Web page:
The four patrol corvette-type vessels are to be built by the TKMS German shipyard in the city of Kiel near Hamburg. All will be equipped with Israeli combat systems.

The shipyard is owned and operated by the TK Consortium, which has committed to a reciprocal purchase from Israel. TK Consortium has agreed to buy at least NIS 700 million in Israeli defense product under the terms of the contract.

Given the equipment with which the vessels are to be loaded, Israel’s defense industry will be busy for the next five years, when the vessels are to arrive.

Dolphin submarines currently in use by the Israel Navy were produced in the same shipyard.

Hana Levi Julian

IDF Selects First Female Commander of Navy Ship

Thursday, November 27th, 2014

The Navy has selected Captain Or Cohen to become the first woman appointed as an IDF Navy ship’s commander, according to an IBA report.

Captain Or Cohen currently serves as a navigation and communications officer.

Cohen will be first appointed as deputy commander of a navy vessel, and following that will go on to take the Navy’s advanced commander’s course.

Naval commander General Ram Rothberg said this is part of the decision by the Navy to further integrate women into key command positions.

Women began to serve on IDF naval vessels in 1999.

In Israel, the army and navy uses the same ranking system. Captain is the equivalent to a Lieutenant in the US Navy, and a General is the equivalent of a Rear Admiral (upper half).

Jewish Press News Briefs

ICC Nixes Probe of 2010 Clash on Gaza Flotilla Vessel

Thursday, November 6th, 2014

The International Criminal Court at The Hague has decided not to investigate the 2010 incident involving clashes between Israeli commandos and IHH terror activists aboard a “humanitarian” flotilla headed for Gaza.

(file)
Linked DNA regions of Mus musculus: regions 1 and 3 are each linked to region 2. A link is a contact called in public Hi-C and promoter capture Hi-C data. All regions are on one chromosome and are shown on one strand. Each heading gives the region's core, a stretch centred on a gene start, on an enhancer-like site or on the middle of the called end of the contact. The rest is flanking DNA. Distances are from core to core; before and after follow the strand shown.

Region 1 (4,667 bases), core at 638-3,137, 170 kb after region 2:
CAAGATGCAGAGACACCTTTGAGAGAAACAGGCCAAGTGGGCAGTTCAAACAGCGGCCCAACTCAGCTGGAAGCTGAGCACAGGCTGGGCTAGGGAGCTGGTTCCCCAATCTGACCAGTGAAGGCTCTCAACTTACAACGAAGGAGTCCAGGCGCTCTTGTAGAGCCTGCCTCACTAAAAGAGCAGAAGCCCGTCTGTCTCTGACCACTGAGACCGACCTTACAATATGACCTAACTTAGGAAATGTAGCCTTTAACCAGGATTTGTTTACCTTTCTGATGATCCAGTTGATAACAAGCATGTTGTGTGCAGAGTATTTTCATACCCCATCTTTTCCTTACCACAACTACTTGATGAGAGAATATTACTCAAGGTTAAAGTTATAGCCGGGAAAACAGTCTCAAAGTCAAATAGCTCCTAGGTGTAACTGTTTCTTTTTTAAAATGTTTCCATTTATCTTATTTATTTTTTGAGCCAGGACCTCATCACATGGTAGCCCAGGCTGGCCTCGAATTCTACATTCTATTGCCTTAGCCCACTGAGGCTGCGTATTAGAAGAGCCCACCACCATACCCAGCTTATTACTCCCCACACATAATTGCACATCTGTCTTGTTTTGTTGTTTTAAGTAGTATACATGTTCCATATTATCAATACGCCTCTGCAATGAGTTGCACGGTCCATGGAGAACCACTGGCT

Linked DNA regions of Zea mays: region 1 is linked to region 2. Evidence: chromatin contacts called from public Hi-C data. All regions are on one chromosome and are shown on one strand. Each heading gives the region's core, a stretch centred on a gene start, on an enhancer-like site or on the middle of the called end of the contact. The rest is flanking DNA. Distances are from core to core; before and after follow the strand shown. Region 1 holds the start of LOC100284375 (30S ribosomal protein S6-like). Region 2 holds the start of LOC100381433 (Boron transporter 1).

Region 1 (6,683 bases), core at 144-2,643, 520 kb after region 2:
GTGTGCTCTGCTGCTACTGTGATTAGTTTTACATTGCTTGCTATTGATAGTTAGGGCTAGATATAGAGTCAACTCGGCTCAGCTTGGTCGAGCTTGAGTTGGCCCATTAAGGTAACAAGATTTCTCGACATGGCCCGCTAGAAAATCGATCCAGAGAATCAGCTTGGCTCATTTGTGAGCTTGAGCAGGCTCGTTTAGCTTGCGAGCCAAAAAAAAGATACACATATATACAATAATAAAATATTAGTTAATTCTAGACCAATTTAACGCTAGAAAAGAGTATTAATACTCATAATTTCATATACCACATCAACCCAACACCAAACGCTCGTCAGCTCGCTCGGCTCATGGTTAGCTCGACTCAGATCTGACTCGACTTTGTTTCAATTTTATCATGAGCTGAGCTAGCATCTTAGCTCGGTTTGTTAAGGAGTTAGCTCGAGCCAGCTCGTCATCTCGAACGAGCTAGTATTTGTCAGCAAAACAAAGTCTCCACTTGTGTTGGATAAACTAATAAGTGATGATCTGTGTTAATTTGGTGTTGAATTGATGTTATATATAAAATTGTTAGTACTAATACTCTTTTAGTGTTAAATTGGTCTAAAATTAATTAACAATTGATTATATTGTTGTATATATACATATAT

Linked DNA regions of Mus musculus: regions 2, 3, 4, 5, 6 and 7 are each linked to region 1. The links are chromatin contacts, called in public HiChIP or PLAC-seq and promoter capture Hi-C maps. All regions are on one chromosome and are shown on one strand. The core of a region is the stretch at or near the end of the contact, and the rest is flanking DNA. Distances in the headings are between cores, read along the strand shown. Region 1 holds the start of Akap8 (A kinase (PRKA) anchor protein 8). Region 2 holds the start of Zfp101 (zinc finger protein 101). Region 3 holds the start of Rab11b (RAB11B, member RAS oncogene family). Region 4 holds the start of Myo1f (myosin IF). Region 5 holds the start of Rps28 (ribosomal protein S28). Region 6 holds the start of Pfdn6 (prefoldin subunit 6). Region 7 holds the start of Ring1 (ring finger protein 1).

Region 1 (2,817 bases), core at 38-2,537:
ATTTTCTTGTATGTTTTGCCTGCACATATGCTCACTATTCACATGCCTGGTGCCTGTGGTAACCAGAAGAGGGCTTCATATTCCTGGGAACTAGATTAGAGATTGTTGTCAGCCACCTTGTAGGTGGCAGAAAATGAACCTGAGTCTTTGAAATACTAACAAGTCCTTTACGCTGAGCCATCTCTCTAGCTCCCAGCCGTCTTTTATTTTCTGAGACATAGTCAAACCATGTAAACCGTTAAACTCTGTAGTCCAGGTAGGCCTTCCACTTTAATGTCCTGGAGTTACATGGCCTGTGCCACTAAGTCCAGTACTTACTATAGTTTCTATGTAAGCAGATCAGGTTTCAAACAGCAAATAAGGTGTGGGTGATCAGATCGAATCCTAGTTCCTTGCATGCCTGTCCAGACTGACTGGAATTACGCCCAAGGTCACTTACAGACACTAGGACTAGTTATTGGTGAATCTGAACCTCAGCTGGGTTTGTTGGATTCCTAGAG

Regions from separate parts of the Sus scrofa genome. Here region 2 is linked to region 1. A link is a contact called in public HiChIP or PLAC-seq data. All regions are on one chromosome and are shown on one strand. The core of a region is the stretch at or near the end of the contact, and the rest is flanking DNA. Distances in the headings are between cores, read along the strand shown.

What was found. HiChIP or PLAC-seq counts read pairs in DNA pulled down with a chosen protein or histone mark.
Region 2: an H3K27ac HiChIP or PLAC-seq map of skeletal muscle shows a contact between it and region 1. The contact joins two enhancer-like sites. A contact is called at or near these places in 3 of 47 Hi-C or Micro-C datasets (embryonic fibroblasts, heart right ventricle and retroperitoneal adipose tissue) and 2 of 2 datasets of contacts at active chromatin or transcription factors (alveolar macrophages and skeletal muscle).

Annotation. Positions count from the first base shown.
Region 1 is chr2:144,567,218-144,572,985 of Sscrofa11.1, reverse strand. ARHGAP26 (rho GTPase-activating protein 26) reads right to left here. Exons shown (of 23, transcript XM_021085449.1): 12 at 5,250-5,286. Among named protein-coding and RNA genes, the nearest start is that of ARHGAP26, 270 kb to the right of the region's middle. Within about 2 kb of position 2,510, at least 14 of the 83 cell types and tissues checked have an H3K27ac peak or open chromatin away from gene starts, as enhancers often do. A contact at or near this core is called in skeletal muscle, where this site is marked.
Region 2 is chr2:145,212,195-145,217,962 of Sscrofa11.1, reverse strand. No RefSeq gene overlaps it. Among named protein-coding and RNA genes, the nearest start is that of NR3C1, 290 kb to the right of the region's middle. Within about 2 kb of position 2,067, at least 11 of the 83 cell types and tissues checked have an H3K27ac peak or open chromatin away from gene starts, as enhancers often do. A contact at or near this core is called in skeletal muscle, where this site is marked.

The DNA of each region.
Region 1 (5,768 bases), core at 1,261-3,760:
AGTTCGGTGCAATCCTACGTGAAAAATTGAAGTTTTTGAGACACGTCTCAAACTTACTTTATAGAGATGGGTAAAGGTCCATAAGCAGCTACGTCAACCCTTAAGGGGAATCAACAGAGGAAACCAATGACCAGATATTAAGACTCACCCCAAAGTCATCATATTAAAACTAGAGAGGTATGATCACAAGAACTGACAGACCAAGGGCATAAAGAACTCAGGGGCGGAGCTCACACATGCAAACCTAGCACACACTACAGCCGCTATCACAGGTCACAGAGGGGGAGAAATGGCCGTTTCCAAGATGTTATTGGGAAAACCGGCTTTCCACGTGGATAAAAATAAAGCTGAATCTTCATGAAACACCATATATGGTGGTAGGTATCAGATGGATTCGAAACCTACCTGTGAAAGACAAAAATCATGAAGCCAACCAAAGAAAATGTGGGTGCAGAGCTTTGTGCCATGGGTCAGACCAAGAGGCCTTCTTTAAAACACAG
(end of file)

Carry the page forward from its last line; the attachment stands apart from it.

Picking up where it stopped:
The clashes took place aboard one of six vessels in the flotilla, the Turkish-owned Mavi Marmara ship, which was found when searched to be carrying no aid supplies whatsoever.

It did, however, carry armed activists who were itching for a fight and more than prepared to start one. As soon as the Israeli soldiers began to board their vessel to take control and bring the ship to Ashdod port – since the flotilla had ignored Israeli orders to change course and avoid Gaza on its own – the activists attacked the commandos with crowbars, knives, chains and other weapons. Some soldiers were hurled overboard into the sea. Several were tied up.

But the soldiers who were behind and following saw the attack and realized what was happening, and they launched a counter attack. Ultimately, nine of the terror activists died in the clashes, including eight Turkish nationals and one American.

Prosecutors at the ICC found that although there was a “reasonable basis” to believe the Israeli commandos may have committed war crimes during the incident, they did not fall under the jurisdiction of the court.

Turkey’s President Recep Tayyip Erdogan, who at the time was the country’s prime minister, has milked the incident to distance his government — and his country — from  its regional ally, Israel.

Until the 2006 Second Lebanon War, the two nations were close allies, but Erdogan flew into a rage when Israel launched a counter terror operation in summer 2006 against the Hamas terrorist organization, created by the radical Islamist Muslim Brotherhood group which Erdogan strongly favors.

Since that time, Erdogan has constantly sought excuses to slap at Israel and to dissolve the close economic, military and strategic relations that have been developed between the two countries over the years.

Hana Levi Julian

Hamas ‘Fishing’ for Cease-Fire Violations’

Wednesday, October 22nd, 2014

The Israeli Navy has toughened up on Gaza fishermen who continue to sail past the limits that Israel r ally expanded as part of the last cease-fire agreement, and maritime soldiers arrested seven fishermen, according to the federation of Gaza fishermen.

IDF spokesmen confirmed that “two vessels sailed beyond the permitted fishing zone” even though the Navy fired warning shots for them to turn around when the boats traveled 1.8 nautical miles past the limit.

Soldiers fired rubber bullets, injuring one Gaza man lightly.

The problem is not with fisherman, most of whom are not involved in terrorism. The problem is that if they can freely sail past the limits, terrorists used the fishing boats as cover.

The recent escalation in the need for the Israel Navy to fire warning shots to heed off Gaza vessels comes on weeks after Israel agreed to double to six nautical miles the waters where Gaza fishermen are allowed to operate.

 

 

Jewish Press Staff